Here are some examples of painful individual stock declines, just since 2020:
Luckin’ Coffee (LKNCY) dropped more than 90% in a matter of two months after a major fraud was revealed showing management intentionally inflated revenues. The stock was eventually delisted from the NASDAQ and now trades in the OTC markets.
Nikola (NKLA) has lost more than half its value in the past 12 months and is more than 70% down from its high after a short-seller report questioned the company’s claims about its products and the company’s CEO stepped down amid the controversy.
Tencent Music (TME) was once billed as the Spotify of China, but has since been caught up in a regulatory crackdown in its home market, losing its exclusivity rights to much of its music catalogue in the process. The stock was also caught up in a hedge fund blow up early in 2021 showing the multiple causes a single stock can blow up in an investor’s face in a short amount of time. The result is that the stock has dropped more than 60% in just the past 6 months.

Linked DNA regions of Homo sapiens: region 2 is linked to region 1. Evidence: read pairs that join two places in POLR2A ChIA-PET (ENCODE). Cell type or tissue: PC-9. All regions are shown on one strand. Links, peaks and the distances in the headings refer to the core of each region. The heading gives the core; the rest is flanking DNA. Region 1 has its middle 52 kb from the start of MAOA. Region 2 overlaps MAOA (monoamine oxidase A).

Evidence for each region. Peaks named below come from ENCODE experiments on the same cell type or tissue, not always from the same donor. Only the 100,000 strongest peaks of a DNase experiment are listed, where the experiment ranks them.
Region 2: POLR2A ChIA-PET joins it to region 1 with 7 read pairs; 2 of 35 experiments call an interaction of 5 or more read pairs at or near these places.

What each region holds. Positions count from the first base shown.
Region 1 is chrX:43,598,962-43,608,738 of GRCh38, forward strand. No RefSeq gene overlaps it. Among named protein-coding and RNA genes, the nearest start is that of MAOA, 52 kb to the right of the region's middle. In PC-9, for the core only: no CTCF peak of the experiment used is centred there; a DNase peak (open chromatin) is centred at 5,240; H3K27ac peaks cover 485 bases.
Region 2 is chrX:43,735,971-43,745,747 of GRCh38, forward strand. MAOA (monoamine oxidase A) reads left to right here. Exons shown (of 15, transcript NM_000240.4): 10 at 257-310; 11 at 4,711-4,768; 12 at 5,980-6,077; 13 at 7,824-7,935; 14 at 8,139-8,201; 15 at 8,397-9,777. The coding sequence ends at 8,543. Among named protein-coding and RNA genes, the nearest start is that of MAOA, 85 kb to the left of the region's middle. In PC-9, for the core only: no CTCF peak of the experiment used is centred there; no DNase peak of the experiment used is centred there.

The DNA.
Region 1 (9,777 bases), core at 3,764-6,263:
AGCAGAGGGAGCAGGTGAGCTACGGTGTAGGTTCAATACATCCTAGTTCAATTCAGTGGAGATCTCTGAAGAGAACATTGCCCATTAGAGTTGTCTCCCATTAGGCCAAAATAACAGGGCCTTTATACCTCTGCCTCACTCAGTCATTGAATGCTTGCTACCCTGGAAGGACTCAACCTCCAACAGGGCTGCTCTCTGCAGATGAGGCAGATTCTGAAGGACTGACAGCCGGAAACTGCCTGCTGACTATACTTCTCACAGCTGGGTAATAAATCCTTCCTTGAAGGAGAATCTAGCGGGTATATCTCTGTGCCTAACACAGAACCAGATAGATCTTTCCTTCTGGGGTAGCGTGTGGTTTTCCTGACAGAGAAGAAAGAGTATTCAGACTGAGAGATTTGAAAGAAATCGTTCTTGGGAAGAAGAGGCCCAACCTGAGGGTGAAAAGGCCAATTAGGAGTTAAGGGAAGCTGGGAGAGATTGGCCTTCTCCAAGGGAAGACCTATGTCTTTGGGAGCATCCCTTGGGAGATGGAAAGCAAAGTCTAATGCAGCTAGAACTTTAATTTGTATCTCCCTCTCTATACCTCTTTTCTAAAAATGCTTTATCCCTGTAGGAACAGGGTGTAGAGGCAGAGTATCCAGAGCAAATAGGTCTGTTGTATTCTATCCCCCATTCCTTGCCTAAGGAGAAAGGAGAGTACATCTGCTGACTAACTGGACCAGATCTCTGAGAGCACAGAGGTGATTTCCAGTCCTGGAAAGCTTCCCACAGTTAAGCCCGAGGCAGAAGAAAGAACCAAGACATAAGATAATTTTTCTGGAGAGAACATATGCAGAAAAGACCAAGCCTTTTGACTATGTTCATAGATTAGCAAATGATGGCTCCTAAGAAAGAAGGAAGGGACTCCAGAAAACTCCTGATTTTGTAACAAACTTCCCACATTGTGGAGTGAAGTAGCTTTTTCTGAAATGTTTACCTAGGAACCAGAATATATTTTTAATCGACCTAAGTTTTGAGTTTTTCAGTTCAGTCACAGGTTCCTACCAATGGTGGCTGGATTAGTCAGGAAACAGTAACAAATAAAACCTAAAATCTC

Boston Beer Co. (SAM) shows that even highly regarded stocks with popular products can take a nosedive with very limited notice. The beer maker had been on a tear with the growth of its Truly Hard Seltzer line. Unfortunately, management failed to forecast that the economy reopening would alter consumers’ buying behaviors and take them to bars where the Seltzer product was less established. The jarring slowdown in growth, coupled with a stumble in management’s failing to warn investors ahead of time resulted in a 25% drop in the stock’s price in a single day in July 2021.
We hope the examples above illuminate some of the potential pitfalls of holding single stocks and especially holding only a few of them in a concentrated portfolio. If you were only holding three stocks in your portfolio in equal weight and experienced an event such as the above, it could devastate your entire account balance.